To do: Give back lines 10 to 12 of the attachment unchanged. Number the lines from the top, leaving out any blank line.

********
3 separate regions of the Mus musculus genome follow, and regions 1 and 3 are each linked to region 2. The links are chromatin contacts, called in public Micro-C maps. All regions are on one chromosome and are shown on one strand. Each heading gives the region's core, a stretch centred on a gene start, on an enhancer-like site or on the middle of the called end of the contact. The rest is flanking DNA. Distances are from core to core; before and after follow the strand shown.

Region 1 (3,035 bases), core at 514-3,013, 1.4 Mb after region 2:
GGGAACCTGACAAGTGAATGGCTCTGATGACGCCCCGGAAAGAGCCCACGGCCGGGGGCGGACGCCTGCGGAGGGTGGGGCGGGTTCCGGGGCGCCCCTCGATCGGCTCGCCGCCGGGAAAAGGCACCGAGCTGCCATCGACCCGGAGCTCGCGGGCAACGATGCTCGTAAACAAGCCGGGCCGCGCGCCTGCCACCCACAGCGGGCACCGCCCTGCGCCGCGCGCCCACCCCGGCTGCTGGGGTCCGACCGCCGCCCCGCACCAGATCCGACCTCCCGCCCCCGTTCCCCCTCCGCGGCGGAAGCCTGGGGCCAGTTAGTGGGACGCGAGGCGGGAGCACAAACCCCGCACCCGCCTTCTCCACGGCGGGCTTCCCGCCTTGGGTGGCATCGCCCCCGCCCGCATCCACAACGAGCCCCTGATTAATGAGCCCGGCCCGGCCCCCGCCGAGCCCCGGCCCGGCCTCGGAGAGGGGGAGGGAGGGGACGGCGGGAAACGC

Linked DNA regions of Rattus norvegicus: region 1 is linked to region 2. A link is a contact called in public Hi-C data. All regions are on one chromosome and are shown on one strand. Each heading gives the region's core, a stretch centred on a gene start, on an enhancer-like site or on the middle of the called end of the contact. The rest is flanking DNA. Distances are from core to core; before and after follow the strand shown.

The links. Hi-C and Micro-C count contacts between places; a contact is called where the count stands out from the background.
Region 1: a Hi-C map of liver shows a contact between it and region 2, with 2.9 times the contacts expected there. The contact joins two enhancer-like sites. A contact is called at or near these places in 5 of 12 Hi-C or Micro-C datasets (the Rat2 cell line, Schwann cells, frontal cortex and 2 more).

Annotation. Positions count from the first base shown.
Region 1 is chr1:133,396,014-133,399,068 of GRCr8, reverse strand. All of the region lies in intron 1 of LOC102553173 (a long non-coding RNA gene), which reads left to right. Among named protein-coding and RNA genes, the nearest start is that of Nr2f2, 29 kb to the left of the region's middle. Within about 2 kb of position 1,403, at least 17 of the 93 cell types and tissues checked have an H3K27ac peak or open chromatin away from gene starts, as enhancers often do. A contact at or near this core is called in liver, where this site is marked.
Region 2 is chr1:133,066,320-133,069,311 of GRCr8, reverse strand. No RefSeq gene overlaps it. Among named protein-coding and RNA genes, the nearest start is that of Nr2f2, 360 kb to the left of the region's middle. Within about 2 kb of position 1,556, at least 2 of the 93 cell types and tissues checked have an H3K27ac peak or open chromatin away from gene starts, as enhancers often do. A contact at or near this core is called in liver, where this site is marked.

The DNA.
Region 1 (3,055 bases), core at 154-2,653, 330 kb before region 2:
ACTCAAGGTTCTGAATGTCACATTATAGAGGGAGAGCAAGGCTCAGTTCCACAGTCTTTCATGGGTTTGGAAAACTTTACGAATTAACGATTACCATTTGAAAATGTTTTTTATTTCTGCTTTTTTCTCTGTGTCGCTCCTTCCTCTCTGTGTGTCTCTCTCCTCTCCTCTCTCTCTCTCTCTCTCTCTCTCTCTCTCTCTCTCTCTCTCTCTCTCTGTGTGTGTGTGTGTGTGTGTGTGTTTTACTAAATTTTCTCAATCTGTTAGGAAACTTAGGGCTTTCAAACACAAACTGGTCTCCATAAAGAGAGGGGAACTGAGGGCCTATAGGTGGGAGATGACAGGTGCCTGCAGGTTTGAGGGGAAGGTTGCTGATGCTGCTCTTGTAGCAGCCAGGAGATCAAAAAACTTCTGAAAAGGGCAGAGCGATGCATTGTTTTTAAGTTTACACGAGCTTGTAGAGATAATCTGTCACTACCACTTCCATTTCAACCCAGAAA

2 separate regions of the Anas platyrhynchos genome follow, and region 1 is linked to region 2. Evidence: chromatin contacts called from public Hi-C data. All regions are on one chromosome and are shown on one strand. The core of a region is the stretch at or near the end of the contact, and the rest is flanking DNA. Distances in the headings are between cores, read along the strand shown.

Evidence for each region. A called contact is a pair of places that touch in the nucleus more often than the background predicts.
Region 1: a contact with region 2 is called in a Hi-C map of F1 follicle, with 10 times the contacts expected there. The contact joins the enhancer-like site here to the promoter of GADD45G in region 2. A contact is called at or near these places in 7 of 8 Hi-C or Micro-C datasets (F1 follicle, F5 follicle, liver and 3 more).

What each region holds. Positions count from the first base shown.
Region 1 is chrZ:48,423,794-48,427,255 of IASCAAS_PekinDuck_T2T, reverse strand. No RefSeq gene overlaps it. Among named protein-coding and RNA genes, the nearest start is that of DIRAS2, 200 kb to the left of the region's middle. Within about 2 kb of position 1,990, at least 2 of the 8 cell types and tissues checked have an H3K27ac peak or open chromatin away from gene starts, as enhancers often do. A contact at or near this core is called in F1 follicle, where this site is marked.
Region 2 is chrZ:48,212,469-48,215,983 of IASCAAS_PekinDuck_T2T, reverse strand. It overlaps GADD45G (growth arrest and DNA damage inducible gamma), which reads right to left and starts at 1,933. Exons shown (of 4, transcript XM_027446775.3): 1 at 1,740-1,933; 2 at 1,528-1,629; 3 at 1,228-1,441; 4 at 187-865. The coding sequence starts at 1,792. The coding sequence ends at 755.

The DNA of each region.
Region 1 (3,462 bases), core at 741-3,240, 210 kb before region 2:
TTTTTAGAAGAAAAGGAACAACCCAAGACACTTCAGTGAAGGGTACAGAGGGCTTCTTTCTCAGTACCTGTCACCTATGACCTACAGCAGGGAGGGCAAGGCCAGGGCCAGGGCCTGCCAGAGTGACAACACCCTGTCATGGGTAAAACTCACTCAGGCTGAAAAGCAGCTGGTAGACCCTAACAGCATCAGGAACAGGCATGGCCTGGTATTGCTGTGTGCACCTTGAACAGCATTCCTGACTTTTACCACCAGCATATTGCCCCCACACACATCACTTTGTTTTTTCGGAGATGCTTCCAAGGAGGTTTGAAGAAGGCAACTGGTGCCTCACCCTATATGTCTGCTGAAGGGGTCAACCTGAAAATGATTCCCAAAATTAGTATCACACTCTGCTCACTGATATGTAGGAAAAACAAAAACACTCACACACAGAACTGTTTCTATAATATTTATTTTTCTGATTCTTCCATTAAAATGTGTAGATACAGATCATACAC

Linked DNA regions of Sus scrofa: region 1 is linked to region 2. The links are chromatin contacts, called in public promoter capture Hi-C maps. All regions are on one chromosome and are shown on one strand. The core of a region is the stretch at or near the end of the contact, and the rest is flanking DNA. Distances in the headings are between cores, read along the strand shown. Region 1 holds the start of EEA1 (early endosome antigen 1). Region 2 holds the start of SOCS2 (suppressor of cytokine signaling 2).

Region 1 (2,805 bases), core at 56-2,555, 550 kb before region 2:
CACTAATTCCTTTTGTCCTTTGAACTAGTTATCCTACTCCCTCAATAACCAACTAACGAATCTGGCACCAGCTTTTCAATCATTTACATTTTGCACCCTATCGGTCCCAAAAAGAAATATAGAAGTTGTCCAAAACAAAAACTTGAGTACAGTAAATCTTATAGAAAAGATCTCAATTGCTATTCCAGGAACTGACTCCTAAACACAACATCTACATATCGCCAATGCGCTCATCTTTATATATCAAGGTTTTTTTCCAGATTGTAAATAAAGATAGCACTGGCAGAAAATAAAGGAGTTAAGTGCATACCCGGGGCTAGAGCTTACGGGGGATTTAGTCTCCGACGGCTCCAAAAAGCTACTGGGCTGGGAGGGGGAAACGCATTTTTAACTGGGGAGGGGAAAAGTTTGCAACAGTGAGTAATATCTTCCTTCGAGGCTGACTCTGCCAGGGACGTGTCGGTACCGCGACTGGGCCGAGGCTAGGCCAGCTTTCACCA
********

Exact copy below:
The DNA.
Region 1 (3,055 bases), core at 154-2,653, 330 kb before region 2:
ACTCAAGGTTCTGAATGTCACATTATAGAGGGAGAGCAAGGCTCAGTTCCACAGTCTTTCATGGGTTTGGAAAACTTTACGAATTAACGATTACCATTTGAAAATGTTTTTTATTTCTGCTTTTTTCTCTGTGTCGCTCCTTCCTCTCTGTGTGTCTCTCTCCTCTCCTCTCTCTCTCTCTCTCTCTCTCTCTCTCTCTCTCTCTCTCTCTCTCTCTGTGTGTGTGTGTGTGTGTGTGTGTTTTACTAAATTTTCTCAATCTGTTAGGAAACTTAGGGCTTTCAAACACAAACTGGTCTCCATAAAGAGAGGGGAACTGAGGGCCTATAGGTGGGAGATGACAGGTGCCTGCAGGTTTGAGGGGAAGGTTGCTGATGCTGCTCTTGTAGCAGCCAGGAGATCAAAAAACTTCTGAAAAGGGCAGAGCGATGCATTGTTTTTAAGTTTACACGAGCTTGTAGAGATAATCTGTCACTACCACTTCCATTTCAACCCAGAAA